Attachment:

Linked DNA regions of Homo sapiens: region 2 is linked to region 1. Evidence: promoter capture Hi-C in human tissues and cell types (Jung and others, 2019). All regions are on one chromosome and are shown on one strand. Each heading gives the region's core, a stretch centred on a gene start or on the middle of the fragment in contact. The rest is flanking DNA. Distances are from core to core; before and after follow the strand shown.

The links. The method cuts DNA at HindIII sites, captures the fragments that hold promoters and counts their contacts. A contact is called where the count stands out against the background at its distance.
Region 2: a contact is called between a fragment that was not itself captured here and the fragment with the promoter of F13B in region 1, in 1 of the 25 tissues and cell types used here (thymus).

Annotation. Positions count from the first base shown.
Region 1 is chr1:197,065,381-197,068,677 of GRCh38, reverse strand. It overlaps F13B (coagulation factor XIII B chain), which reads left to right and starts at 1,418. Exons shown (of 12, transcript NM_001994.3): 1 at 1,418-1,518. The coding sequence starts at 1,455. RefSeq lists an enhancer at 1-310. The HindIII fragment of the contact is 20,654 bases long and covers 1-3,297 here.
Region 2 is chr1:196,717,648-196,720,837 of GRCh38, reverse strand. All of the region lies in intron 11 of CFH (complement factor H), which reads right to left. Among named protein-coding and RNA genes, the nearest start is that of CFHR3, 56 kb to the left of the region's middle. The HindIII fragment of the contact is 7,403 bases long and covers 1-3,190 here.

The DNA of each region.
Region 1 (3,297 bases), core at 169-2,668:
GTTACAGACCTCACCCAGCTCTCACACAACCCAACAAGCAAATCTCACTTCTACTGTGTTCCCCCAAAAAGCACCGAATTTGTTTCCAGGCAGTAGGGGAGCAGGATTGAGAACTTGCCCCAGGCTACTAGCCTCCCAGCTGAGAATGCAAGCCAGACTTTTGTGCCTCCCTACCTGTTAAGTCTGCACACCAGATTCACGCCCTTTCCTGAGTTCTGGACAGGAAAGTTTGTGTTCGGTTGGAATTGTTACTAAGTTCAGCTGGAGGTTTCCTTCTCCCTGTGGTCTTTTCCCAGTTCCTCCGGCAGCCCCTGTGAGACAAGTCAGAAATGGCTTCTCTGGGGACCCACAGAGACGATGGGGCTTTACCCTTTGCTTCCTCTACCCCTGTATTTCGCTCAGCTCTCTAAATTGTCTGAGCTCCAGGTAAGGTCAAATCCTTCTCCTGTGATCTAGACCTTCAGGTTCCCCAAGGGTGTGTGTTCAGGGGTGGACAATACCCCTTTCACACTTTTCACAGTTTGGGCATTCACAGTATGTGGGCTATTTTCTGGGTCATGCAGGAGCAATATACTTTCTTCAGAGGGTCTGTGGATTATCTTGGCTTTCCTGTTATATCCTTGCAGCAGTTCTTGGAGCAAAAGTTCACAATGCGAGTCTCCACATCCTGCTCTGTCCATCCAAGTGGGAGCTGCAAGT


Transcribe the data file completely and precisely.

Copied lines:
Linked DNA regions of Homo sapiens: region 2 is linked to region 1. Evidence: promoter capture Hi-C in human tissues and cell types (Jung and others, 2019). All regions are on one chromosome and are shown on one strand. Each heading gives the region's core, a stretch centred on a gene start or on the middle of the fragment in contact. The rest is flanking DNA. Distances are from core to core; before and after follow the strand shown.

The links. The method cuts DNA at HindIII sites, captures the fragments that hold promoters and counts their contacts. A contact is called where the count stands out against the background at its distance.
Region 2: a contact is called between a fragment that was not itself captured here and the fragment with the promoter of F13B in region 1, in 1 of the 25 tissues and cell types used here (thymus).

Annotation. Positions count from the first base shown.
Region 1 is chr1:197,065,381-197,068,677 of GRCh38, reverse strand. It overlaps F13B (coagulation factor XIII B chain), which reads left to right and starts at 1,418. Exons shown (of 12, transcript NM_001994.3): 1 at 1,418-1,518. The coding sequence starts at 1,455. RefSeq lists an enhancer at 1-310. The HindIII fragment of the contact is 20,654 bases long and covers 1-3,297 here.
Region 2 is chr1:196,717,648-196,720,837 of GRCh38, reverse strand. All of the region lies in intron 11 of CFH (complement factor H), which reads right to left. Among named protein-coding and RNA genes, the nearest start is that of CFHR3, 56 kb to the left of the region's middle. The HindIII fragment of the contact is 7,403 bases long and covers 1-3,190 here.

The DNA of each region.
Region 1 (3,297 bases), core at 169-2,668:
GTTACAGACCTCACCCAGCTCTCACACAACCCAACAAGCAAATCTCACTTCTACTGTGTTCCCCCAAAAAGCACCGAATTTGTTTCCAGGCAGTAGGGGAGCAGGATTGAGAACTTGCCCCAGGCTACTAGCCTCCCAGCTGAGAATGCAAGCCAGACTTTTGTGCCTCCCTACCTGTTAAGTCTGCACACCAGATTCACGCCCTTTCCTGAGTTCTGGACAGGAAAGTTTGTGTTCGGTTGGAATTGTTACTAAGTTCAGCTGGAGGTTTCCTTCTCCCTGTGGTCTTTTCCCAGTTCCTCCGGCAGCCCCTGTGAGACAAGTCAGAAATGGCTTCTCTGGGGACCCACAGAGACGATGGGGCTTTACCCTTTGCTTCCTCTACCCCTGTATTTCGCTCAGCTCTCTAAATTGTCTGAGCTCCAGGTAAGGTCAAATCCTTCTCCTGTGATCTAGACCTTCAGGTTCCCCAAGGGTGTGTGTTCAGGGGTGGACAATACCCCTTTCACACTTTTCACAGTTTGGGCATTCACAGTATGTGGGCTATTTTCTGGGTCATGCAGGAGCAATATACTTTCTTCAGAGGGTCTGTGGATTATCTTGGCTTTCCTGTTATATCCTTGCAGCAGTTCTTGGAGCAAAAGTTCACAATGCGAGTCTCCACATCCTGCTCTGTCCATCCAAGTGGGAGCTGCAAGT